Other tasks, especially as XX Corps approached Beersheba, included setting up “night outposts” what we would refer to these days as observation posts (OPs).

Finally, preparations were put in hand for the attack on Beersheba (of The Seven Wells fame), with the initial artillery bombardment starting on 31 October 1917. “By 0300 on the 31st October the Westminster Dragoons were in zero positions, south-west of Beersheba to cover the right flank of the 53rd Division’s attack. With XX Corps’ artillery opening up at 0600 on the defences south and west of Beersheba followed by the 53rd’s infantry attack, the ANZAC Mounted Division later in the day rode in from the East, with a final gallop over the Turkish troops in their trenches. Their bid to secure the wells from destruction was successful.” This was a truly remarkable feat.

During the battle for Beersheba, B Squadron moved to the left of the line held by the Regiment, becoming engaged with a superior number of enemy cavalry. Trooper Newberry was killed, and 17 others wounded, including Captain Harding (Squadron Leader) and Corporal Moles. Both refused to be evacuated and remained with the Squadron until the end of the engagement. As a result, Captain Harding was awarded the Military Cross and Cpl Moles the Military Medal, both awards being the first gained in the Regiment. After the fall of Beersheba, C Squadron under the command of Captain Rowe rejoined 53rd Divisional Cavalry and took part in the assault on Khuweilfeh, the wells there being of crucial importance since the seven wells in Beersheba were some 12 miles south.

Turkish resistance was stubborn, holding out until the third day of the attack. British forces continued to advance north during the following month, facing a stubborn enemy, in difficult terrain. As November wore on, the weather broke. That brought difficult conditions for men and horses. By the end of November, allied forces were closing on Jerusalem, after hard fighting. Jerusalem 7 to 9 December 1917 on 4 December, allied forces started towards Jerusalem along the Hebron Jerusalem Road. The Westminster Dragoons had the important task of flank protection over difficult terrain made worse by the weather. The eastern flank proved to be doubly difficult and exposed.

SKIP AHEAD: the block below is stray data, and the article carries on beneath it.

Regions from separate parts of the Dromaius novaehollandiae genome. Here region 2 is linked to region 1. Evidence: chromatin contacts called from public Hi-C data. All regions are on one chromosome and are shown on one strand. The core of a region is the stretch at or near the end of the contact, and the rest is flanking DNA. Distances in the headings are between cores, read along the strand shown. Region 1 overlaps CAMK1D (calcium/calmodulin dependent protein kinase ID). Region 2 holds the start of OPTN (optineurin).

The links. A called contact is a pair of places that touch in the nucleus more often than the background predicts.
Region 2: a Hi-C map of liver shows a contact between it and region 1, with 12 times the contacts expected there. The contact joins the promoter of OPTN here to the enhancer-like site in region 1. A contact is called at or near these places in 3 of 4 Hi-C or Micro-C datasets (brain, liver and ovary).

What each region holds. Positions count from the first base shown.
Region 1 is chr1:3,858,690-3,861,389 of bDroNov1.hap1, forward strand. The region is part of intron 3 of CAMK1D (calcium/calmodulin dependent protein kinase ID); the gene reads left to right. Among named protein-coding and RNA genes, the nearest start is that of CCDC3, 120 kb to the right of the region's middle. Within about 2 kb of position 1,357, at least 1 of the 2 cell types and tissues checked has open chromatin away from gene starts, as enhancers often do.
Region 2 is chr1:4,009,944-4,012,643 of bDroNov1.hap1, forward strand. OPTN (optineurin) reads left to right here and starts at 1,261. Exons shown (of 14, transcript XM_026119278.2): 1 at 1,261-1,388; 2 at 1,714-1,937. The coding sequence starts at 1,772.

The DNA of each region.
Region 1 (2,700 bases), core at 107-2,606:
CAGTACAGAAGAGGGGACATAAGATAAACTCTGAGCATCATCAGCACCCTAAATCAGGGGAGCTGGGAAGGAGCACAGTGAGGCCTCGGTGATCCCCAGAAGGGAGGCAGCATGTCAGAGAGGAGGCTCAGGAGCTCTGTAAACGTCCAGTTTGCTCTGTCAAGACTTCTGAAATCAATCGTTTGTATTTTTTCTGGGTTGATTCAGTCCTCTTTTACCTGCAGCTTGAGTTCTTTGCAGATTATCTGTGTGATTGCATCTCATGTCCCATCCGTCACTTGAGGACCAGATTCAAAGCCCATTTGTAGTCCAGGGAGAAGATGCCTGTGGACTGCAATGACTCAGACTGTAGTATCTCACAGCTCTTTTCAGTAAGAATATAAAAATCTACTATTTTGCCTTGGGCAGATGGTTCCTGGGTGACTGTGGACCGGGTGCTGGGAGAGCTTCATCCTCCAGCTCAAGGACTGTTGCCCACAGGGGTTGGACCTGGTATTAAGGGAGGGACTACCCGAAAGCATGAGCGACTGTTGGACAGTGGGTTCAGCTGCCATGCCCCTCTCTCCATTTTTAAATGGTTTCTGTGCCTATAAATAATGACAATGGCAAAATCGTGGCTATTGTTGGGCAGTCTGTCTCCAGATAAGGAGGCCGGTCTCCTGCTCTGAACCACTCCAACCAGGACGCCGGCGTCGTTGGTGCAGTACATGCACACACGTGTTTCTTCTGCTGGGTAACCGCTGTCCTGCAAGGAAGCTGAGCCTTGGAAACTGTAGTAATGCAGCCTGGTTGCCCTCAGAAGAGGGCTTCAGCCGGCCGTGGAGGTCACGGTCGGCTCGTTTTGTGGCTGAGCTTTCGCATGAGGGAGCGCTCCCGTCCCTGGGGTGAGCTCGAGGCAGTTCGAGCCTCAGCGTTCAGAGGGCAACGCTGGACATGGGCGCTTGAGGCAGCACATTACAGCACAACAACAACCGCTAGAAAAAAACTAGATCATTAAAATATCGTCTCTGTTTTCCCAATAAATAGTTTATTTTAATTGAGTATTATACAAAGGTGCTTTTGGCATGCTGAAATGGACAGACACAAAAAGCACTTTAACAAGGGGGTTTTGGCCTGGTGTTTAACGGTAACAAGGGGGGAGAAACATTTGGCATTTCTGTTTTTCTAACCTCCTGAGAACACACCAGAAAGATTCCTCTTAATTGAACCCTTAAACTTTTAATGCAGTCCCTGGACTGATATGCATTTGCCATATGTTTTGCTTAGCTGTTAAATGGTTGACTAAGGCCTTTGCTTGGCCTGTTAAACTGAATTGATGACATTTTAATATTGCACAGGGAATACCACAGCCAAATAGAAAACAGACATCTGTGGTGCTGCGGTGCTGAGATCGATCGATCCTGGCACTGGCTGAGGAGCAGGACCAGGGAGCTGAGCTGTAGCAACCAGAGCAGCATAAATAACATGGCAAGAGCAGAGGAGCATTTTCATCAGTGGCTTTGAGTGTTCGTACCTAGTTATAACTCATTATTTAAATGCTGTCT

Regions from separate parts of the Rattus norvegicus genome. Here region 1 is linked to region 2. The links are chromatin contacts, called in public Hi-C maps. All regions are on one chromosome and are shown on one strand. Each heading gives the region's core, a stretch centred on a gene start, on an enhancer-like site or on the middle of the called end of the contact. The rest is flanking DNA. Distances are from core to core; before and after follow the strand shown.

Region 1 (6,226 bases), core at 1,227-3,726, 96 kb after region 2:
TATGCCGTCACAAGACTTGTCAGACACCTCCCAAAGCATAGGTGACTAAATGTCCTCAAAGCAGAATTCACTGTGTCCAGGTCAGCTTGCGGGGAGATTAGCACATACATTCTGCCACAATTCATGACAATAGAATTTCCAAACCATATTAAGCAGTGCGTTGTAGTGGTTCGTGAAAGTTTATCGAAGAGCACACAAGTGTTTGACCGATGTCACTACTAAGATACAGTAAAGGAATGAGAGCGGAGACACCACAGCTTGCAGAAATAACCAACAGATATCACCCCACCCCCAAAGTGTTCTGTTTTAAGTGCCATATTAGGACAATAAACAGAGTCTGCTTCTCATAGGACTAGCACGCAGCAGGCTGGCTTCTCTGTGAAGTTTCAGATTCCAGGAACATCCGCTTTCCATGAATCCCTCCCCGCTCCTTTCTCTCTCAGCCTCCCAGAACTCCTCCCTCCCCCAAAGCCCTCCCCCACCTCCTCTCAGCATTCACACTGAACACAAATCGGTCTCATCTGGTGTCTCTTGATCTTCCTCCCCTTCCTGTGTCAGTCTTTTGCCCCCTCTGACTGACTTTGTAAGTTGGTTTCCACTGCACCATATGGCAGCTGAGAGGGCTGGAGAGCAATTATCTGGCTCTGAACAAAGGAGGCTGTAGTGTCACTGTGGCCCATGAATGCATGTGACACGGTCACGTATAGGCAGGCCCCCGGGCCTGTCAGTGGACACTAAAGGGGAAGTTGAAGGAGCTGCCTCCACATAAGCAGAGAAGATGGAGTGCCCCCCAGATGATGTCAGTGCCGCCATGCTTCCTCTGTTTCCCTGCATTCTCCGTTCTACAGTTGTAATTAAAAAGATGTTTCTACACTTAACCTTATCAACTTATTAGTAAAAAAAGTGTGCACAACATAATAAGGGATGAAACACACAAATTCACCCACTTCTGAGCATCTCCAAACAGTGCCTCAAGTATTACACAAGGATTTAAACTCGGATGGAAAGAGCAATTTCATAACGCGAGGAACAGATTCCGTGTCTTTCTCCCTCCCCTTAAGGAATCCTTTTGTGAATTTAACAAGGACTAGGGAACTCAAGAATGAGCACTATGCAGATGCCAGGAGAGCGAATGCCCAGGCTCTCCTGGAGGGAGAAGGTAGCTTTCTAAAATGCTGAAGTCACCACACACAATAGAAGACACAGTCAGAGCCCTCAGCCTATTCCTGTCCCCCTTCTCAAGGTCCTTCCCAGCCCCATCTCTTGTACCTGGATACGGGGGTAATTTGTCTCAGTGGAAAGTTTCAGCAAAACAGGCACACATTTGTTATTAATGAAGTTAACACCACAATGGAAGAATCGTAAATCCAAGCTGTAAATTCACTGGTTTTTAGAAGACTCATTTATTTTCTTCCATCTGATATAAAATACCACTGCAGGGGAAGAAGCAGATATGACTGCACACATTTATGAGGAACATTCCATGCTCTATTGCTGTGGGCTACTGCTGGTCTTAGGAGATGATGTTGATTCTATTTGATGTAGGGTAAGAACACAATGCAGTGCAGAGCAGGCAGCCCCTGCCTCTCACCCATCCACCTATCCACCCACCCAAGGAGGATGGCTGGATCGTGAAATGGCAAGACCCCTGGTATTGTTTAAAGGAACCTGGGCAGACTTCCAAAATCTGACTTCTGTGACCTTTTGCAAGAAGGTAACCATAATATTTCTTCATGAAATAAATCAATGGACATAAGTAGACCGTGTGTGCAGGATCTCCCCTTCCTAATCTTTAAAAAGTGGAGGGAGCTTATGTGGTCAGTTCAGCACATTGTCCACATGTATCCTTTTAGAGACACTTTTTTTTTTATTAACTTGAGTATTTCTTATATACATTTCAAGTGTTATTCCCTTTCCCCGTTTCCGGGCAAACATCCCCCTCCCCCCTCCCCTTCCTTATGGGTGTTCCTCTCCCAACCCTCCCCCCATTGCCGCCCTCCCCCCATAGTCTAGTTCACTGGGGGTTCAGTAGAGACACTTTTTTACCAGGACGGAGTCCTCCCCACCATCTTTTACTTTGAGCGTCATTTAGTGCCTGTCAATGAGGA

However, relentless allied attacks, especially on the coastal plain, forced the enemy to withdraw. Supported by C Squadron Westminster Dragoons, 53rd Division moved towards Hebron. A troop under the command of Lieutenant Banham entered the historic town, the first British troops to do so, whilst in contact with the Turkish rear guard. In the meantime, A Squadron had moved six miles on towards Yutta, from which Turkish irregular forces were forced to retreat to the Bethlehem area.

On 9 December, the Regimental war dairy reads: “The regiment was ordered to be ready to move at 0500. At 0500, Lieut Col Morrison-Bell Cmdg. XX Corps Cavalry, reported to Brig.-General Money at El Burak for orders. ‘A’ Squadron under Major Haig furnished the advance guard to the 53rd Division marching on Jerusalem.

The regiment (less A Sqn) guarded the left flank of the 53rd Division and advanced over very difficult country to Beit Sufara. ‘C’ Squadron then pushed forward to Katamon, sending forward one troop towards Lifta to gain touch with the 60th Division. 

The Regiment (less A Sqn) then concentrated, moving to Div. H.Q. on the Bethlehem Road and were ordered to advance if possible up the Jerusalem Jericho Road. This however was cancelled, and the regiment ordered to stand-by. ‘A’ Squadron had advanced into Jerusalem City, reaching the north side of the holy city walls when it was heavily attacked by machine-gun fire from Turk positions on the Mount of Olives. ‘A’ Squadron kept the enemy busily engaged until relieved by the infantry of the 1/5th Welsh at 1730.” In addition to their contribution to the battles for Jerusalem, it is generally accepted that the WDs were the first body of uniformed men to March into the City on 9 December 1917.

Unfortunately, the end of the battle of Jerusalem did not end the campaign. The following day fighting took place with the Turkish rear-guard near the Mount of Olives and a charge was made by 'A' Sqn. against them: this was to prove to be the last mounted charge the Regiment was ever to make.

After the capture of Jerusalem, advances by the allied forces were slow. On 27 December the Turks started a major counterattack with the aim of recapturing the city. The Regiment moved out of Bethlehem in readiness for an attack on the right flank by Turkish forces. Some 700 Cavalry and supporting forces were seen approaching. Members of C Sqn engaged the enemy and conducted a fighting withdrawal, eventually falling back to the monastery at Ibn Obeid, in support of the Middlesex infantry stationed there. Together, the infantry and WDs repulsed this counterattack.